MCN Blogs
David Poland

By David Poland

NYT: All The Shit That's Fit To Stir

Make no mistake… NYT is still the most important paper in my world, followed closely by the Wall Street Journal.
That said… the attention desperation level over the keeps rising.
The “look at me!” of the day is a bizarre piece of non-reportage – primarily worthless because it is so lacking in anything factual – is about Disney’s The Princess & The Frog. The ENTIRE source of the headline – “Her Prince Has Come. Critics, Too” – is three points of online reference. A comment by a woman with an AOL blog, the comment of “a former columnist at The Charlotte Observer, (who was quoted by) London

14 Responses to “NYT: All The Shit That's Fit To Stir”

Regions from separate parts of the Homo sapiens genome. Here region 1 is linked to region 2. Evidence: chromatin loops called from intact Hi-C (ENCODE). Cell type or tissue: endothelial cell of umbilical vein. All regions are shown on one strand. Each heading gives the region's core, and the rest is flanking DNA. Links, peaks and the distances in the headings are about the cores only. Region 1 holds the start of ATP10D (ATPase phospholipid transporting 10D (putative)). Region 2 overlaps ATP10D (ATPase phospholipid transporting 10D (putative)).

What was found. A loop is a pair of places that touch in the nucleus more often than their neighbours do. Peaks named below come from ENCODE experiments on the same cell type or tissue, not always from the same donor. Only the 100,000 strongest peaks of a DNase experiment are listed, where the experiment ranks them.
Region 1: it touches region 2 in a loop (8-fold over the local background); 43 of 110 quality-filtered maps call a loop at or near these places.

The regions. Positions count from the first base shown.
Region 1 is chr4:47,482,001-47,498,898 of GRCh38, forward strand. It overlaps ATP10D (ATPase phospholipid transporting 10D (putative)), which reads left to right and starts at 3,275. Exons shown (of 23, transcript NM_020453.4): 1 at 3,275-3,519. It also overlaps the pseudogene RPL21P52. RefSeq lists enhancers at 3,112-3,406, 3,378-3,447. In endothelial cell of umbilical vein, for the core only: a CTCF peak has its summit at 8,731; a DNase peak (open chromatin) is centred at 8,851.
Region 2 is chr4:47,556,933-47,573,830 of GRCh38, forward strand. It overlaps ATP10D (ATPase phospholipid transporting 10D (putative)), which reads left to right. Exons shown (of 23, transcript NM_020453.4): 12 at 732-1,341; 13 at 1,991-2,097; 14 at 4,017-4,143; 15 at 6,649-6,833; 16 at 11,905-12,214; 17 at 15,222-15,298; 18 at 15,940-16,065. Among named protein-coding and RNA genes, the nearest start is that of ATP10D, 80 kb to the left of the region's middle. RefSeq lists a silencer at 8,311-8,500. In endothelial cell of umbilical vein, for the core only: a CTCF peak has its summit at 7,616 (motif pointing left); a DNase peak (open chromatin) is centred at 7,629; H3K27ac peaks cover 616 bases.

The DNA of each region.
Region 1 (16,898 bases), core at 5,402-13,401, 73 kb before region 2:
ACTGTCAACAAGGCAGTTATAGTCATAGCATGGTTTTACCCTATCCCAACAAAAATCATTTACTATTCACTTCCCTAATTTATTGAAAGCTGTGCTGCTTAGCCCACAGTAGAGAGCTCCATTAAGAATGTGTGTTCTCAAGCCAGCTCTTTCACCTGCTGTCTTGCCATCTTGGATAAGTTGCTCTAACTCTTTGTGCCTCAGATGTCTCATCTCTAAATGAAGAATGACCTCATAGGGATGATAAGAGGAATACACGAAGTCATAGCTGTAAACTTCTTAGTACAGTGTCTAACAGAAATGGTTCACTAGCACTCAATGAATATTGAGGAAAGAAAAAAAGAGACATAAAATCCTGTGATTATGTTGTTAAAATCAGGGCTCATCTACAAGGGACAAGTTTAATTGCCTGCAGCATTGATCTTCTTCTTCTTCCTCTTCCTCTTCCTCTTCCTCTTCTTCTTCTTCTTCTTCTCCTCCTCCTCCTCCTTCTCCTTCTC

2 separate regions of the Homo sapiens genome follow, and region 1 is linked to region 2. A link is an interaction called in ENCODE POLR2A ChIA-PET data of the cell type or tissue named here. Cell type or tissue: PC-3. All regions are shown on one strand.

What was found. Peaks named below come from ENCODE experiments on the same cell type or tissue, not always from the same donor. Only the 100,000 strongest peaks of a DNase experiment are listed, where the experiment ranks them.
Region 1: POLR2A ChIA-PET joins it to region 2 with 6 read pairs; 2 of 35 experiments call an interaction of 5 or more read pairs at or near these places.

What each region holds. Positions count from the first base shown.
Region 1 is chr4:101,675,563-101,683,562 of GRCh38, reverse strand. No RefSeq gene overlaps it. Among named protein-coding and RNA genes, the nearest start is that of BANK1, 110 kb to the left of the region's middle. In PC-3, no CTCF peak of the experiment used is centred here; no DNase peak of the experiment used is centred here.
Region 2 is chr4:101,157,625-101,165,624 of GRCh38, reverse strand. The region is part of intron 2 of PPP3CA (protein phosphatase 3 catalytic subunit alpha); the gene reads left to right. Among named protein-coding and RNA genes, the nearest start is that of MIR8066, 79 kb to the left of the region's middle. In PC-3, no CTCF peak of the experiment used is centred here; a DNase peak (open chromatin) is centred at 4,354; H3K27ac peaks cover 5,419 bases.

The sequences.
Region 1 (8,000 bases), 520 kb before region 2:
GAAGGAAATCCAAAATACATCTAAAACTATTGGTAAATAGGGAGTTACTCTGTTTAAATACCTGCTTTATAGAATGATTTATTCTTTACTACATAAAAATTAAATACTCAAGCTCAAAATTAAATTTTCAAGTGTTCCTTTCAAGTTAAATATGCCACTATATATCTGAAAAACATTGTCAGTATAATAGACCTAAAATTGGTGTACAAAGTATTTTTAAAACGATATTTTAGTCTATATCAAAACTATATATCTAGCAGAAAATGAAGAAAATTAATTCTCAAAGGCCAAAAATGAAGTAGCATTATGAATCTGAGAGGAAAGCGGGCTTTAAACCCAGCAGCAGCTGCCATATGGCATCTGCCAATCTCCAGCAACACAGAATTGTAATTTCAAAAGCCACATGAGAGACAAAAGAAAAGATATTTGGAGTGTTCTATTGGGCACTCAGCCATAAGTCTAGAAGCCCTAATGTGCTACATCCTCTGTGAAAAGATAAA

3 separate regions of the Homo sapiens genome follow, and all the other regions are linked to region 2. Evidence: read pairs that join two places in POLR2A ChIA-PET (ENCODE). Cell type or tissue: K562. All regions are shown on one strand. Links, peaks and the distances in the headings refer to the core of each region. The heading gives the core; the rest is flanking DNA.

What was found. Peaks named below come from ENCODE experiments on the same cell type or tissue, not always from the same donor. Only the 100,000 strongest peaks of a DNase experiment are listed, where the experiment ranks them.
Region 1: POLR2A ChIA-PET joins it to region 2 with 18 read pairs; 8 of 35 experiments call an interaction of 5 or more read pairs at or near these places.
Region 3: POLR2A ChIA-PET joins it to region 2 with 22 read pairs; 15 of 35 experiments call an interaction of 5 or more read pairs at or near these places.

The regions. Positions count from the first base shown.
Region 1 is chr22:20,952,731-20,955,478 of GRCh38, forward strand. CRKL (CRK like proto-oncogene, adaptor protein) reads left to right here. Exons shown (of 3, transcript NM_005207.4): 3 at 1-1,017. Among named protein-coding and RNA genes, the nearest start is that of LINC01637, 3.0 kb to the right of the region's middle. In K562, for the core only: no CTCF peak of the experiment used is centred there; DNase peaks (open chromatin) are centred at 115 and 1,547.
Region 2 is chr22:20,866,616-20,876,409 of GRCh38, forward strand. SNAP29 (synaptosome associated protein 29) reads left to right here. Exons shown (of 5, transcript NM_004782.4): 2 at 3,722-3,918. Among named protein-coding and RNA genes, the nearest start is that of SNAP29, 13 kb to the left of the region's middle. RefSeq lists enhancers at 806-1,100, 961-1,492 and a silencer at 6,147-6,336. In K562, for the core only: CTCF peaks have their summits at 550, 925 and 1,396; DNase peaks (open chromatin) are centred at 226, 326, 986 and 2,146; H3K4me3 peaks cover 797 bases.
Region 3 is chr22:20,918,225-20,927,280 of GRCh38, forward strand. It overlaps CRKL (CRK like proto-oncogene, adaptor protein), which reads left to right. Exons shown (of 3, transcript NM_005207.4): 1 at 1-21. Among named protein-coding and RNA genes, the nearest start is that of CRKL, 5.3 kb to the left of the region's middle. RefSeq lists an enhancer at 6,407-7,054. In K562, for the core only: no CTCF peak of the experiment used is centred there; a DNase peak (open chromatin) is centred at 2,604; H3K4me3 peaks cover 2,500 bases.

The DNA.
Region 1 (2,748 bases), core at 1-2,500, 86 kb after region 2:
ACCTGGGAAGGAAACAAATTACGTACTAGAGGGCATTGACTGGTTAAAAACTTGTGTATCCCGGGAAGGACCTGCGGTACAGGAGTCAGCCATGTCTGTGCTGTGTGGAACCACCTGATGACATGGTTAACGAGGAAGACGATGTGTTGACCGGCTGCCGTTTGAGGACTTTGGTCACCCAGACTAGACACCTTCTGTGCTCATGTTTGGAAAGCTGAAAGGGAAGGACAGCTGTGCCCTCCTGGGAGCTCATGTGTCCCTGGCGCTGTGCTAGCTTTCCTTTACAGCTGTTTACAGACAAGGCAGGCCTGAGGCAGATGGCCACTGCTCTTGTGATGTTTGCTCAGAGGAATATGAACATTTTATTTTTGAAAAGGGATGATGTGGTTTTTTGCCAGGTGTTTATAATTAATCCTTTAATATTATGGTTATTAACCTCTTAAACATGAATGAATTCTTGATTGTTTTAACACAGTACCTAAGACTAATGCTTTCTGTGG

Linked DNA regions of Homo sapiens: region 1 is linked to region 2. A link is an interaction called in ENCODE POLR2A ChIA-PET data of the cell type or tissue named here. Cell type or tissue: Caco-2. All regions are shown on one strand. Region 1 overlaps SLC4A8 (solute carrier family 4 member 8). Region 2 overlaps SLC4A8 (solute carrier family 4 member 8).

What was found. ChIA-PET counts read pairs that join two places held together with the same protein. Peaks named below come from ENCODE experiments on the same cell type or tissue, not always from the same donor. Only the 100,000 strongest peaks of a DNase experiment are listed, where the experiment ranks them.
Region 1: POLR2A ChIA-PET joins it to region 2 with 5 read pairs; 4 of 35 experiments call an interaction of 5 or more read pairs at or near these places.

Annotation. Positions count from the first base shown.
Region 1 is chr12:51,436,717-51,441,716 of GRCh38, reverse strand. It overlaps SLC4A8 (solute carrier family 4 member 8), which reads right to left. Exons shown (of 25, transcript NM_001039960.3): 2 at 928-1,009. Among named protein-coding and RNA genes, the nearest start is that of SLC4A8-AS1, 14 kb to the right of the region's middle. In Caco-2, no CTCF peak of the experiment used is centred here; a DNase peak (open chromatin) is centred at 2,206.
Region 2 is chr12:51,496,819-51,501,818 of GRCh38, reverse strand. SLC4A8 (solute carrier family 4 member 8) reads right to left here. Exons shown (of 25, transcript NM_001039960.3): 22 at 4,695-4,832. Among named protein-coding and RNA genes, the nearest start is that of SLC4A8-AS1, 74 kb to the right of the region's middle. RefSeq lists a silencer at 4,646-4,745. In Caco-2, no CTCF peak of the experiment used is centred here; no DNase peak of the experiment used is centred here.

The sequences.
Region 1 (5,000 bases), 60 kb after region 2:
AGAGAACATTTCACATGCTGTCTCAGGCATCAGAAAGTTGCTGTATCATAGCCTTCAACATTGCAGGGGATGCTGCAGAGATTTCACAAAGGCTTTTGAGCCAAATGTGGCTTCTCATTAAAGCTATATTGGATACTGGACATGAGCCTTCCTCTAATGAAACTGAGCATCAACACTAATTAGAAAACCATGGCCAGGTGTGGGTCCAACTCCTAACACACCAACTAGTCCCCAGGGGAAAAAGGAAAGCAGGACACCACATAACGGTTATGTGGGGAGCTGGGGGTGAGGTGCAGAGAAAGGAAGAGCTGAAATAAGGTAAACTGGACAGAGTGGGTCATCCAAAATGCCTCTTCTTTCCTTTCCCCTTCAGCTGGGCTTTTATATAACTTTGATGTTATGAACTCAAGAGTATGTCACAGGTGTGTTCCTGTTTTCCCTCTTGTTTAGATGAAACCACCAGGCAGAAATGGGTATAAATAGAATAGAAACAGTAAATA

1. Blackcloud says:

    “Have we forgotten that the progressive comedy of Norman Lear started with a bigot named Archie Bunker, his dry cleaner, George Jefferson, and his cousin Maude

  2. Blackcloud says:

    Great analysis, I should add. You provide a heck of a lot more context than Barnes does, and get to the main issues in a way he doesn’t come close to. You have to wonder what his editors were thinking (or weren’t) when they ran a piece that has essentially no evidence at all for its claims. A journalism prof would give this an ‘F.’ But this is the NYT, they don’t need to worry about trivia like that.

  3. Wrecktum says:

    Ha, I was going to say the same thing, Blackcloud.
    Aside from that, agree, agree, agree with Poland. Great piece. Perfect. Bravo. Dy-no-mite!

  4. Hallick says: